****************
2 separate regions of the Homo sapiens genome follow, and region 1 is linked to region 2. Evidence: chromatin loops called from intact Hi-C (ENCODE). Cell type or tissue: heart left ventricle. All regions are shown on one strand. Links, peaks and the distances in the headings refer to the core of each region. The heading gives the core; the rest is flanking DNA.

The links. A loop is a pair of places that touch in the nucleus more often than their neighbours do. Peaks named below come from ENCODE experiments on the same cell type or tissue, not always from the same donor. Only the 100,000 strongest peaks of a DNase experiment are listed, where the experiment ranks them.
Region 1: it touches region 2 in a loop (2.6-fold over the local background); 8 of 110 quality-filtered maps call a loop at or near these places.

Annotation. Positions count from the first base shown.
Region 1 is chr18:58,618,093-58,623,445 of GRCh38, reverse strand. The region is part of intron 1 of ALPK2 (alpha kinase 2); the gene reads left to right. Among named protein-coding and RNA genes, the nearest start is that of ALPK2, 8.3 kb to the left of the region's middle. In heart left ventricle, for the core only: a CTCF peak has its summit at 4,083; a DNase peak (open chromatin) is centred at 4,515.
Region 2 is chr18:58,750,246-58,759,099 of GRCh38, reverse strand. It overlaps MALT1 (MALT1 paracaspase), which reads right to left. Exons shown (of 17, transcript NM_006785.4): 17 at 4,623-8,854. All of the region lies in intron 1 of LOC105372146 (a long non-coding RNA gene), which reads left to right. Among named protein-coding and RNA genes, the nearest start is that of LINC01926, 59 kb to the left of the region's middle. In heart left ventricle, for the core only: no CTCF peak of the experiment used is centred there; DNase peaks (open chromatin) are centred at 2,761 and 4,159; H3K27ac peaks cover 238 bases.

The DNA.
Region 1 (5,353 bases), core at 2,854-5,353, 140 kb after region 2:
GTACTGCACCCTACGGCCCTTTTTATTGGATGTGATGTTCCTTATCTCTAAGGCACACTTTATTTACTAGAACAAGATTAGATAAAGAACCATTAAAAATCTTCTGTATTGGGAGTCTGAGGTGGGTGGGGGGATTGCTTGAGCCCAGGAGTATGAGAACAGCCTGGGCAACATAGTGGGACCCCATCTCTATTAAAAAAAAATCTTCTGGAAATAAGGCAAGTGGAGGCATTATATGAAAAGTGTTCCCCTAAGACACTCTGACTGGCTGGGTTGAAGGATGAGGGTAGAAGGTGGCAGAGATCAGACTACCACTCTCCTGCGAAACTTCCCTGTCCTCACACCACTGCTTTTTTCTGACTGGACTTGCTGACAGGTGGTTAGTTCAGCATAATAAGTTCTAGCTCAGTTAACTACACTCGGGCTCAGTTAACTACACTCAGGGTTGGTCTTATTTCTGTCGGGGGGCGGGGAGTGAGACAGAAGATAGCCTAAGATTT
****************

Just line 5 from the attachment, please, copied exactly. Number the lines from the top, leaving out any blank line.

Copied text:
Region 1 is chr18:58,618,093-58,623,445 of GRCh38, reverse strand. The region is part of intron 1 of ALPK2 (alpha kinase 2); the gene reads left to right. Among named protein-coding and RNA genes, the nearest start is that of ALPK2, 8.3 kb to the left of the region's middle. In heart left ventricle, for the core only: a CTCF peak has its summit at 4,083; a DNase peak (open chromatin) is centred at 4,515.